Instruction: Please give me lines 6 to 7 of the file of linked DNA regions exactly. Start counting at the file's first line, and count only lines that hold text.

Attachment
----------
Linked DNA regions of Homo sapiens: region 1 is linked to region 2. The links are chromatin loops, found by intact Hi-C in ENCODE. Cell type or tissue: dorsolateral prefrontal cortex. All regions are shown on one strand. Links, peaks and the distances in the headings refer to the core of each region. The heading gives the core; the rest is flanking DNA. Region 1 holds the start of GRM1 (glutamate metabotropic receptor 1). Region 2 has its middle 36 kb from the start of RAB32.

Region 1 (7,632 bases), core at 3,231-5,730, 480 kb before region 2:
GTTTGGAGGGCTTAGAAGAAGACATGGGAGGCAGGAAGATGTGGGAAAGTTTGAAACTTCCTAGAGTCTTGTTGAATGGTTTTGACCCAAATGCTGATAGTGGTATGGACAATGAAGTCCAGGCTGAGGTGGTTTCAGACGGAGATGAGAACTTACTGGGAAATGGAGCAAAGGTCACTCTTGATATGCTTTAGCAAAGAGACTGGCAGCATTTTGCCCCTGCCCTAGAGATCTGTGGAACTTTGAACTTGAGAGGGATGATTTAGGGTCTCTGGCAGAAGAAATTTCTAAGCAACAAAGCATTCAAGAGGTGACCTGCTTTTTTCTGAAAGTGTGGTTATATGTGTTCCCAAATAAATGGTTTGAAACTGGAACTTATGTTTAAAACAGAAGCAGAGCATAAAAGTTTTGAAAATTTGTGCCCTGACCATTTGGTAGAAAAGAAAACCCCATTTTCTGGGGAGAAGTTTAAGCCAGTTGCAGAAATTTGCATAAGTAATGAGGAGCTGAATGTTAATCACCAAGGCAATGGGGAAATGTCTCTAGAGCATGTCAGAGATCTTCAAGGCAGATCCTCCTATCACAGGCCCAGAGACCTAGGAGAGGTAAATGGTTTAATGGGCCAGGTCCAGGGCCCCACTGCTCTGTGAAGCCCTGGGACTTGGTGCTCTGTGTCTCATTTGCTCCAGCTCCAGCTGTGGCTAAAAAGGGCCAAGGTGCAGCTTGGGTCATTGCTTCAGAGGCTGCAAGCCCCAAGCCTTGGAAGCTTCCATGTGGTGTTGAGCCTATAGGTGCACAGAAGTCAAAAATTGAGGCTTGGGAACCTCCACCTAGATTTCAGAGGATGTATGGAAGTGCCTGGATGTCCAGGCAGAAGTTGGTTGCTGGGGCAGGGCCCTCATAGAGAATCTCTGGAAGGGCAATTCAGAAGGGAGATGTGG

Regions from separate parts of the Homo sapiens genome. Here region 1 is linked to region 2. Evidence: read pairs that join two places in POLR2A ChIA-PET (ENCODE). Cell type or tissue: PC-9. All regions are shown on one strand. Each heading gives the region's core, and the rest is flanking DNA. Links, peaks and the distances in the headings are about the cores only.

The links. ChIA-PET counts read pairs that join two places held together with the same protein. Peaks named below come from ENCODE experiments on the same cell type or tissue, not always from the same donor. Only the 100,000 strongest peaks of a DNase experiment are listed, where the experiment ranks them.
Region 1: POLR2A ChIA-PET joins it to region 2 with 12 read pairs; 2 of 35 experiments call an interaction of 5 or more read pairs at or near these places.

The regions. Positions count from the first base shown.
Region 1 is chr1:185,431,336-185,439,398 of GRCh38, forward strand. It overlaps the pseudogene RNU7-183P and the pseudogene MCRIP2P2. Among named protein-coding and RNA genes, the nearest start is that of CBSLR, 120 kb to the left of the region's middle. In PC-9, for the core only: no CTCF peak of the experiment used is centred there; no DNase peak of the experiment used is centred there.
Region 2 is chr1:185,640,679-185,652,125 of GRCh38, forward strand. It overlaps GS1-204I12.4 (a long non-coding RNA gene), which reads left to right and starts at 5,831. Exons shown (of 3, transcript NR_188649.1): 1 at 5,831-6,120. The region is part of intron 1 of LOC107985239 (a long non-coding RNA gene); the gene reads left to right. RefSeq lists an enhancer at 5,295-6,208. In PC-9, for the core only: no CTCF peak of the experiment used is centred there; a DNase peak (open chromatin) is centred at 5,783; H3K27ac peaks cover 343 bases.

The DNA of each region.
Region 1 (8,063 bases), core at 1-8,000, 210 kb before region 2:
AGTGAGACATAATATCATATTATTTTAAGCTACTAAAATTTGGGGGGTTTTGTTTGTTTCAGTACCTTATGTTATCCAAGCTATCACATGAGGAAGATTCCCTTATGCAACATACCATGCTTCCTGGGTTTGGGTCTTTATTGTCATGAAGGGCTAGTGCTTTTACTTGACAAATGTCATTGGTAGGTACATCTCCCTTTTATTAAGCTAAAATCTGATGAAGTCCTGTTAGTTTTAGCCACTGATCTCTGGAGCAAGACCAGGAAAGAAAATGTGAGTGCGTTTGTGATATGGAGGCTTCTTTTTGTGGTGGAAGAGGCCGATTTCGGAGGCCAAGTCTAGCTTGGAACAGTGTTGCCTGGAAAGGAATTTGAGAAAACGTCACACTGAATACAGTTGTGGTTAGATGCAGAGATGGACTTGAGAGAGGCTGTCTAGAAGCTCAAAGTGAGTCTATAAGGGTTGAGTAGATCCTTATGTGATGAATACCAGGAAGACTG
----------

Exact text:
Region 1: POLR2A ChIA-PET joins it to region 2 with 12 read pairs; 2 of 35 experiments call an interaction of 5 or more read pairs at or near these places.

The regions. Positions count from the first base shown.